A Nod to National Manufacturing Day, October 4th
“Got any P.T. decking?”
We’ve heard this question a lot lately at Phinney Lumber, and although supply levels are starting to get back to normal, it was pretty difficult to get your hands on deck boards for most of the summer. What happened?
Let’s go back to March, when COVID first hit the U.S. Several major lumber mills cut back on their production of lumber products as mill officials worried about a worsening economy and the health and safety of their employees.
"Lumber producers both in the U.S. and Canada...curtailed operations to a great extent in March and early April, both because there were lockdown orders and they forecasted that plunge in demand," David Logan, the director of tax, trade and policy analysis for National Association of Home Builders (NAHB) said in a March 2020 news interview.
However, months-long quarantines all over the U.S. caused a spike in do-it-yourself projects, as stuck-at-home Americans headed in droves to their local home improvement store to purchase construction supplies for home improvement projects. Lumber producers didn’t anticipate this surge in demand, or the surprising boom in new home construction that followed.
It's not just wood producers who are feeling the strain. Other manufacturers who supply Phinney Lumber were impacted as well, as cabinet making factories, window and door manufacturers, hardware factories, and more significantly reduced the number of employees on the factory floors and reduced production hours in order to sterilize workspaces in between shifts.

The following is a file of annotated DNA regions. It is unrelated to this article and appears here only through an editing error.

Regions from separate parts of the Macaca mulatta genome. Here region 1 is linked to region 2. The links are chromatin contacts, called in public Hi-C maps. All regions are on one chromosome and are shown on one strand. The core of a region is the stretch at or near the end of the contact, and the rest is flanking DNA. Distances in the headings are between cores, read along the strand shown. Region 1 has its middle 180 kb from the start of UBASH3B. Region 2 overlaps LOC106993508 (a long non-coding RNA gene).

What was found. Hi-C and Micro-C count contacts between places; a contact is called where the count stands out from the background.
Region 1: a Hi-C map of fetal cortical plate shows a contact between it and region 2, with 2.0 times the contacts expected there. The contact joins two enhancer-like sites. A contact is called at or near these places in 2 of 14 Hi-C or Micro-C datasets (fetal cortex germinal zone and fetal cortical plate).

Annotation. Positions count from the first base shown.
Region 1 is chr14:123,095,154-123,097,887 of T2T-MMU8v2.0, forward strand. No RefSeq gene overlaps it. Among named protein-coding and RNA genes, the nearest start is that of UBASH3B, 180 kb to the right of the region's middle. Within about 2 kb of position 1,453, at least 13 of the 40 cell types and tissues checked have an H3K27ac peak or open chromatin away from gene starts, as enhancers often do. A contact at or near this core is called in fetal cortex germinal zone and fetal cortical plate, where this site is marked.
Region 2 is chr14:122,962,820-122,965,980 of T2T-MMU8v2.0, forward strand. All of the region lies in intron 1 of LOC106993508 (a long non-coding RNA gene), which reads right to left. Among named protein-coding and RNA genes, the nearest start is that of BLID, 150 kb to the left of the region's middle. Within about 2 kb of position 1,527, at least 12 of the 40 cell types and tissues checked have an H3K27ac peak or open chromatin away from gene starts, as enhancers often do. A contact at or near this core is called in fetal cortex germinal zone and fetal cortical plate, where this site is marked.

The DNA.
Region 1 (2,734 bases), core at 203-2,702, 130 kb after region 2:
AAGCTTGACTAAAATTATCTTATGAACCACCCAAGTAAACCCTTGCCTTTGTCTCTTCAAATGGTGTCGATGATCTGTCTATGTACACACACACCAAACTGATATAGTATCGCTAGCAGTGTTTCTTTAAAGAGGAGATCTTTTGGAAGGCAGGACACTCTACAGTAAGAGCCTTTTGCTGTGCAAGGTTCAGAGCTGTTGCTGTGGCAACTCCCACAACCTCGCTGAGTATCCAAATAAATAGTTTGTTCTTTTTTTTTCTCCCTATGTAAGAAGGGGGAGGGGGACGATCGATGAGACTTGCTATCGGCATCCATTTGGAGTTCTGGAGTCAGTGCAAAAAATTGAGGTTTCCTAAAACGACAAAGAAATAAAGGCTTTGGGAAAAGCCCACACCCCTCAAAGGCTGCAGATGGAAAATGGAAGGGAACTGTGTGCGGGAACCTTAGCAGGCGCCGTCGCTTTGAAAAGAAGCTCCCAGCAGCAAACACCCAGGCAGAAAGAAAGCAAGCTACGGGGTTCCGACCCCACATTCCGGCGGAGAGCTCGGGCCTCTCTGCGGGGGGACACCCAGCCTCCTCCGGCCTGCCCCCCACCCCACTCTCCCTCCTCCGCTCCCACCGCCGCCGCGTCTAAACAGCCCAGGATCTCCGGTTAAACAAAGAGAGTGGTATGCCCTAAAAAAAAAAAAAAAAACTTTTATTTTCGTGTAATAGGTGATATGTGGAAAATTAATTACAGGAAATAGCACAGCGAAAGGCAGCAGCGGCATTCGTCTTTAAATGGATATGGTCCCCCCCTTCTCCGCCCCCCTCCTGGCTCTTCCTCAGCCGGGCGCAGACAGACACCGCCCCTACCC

To make matters worse, heavy housing markets Boston and New York were the first ones to lift restrictions on construction, creating a vacuum effect as these markets sucked up the brunt of the limited supply of building materials.
Fortunately, hard times tend to bring out the hero in people, and Phinney Lumber is proud to partner with some businesses who have been able to shine despite the post-COVID market’s gloom.
Shout out to Shad’s of Windham, Maine, for pushing their limits in order to ensure that deadlines were not only met, but exceeded, for a retirement community build in Windham. They completed countertop templates ahead of schedule and were able to shorten their usual 2-3 week lead time to just 1 week, in spite of COVID challenges, in order to meet the project’s tight deadlines.
Another supplier, Maine Wood Treaters, did everything possible to ensure their Maine customer base was served as quickly and efficiently as possible before moving on to address additional markets; and in doing so helped Maine’s construction industry get back up and running as quickly as possible.
We may not know when we’ll see the end of COVID’s impact on manufacturing, but we are doing our best to take care of our customers and we are proud to work with suppliers who are doing the same.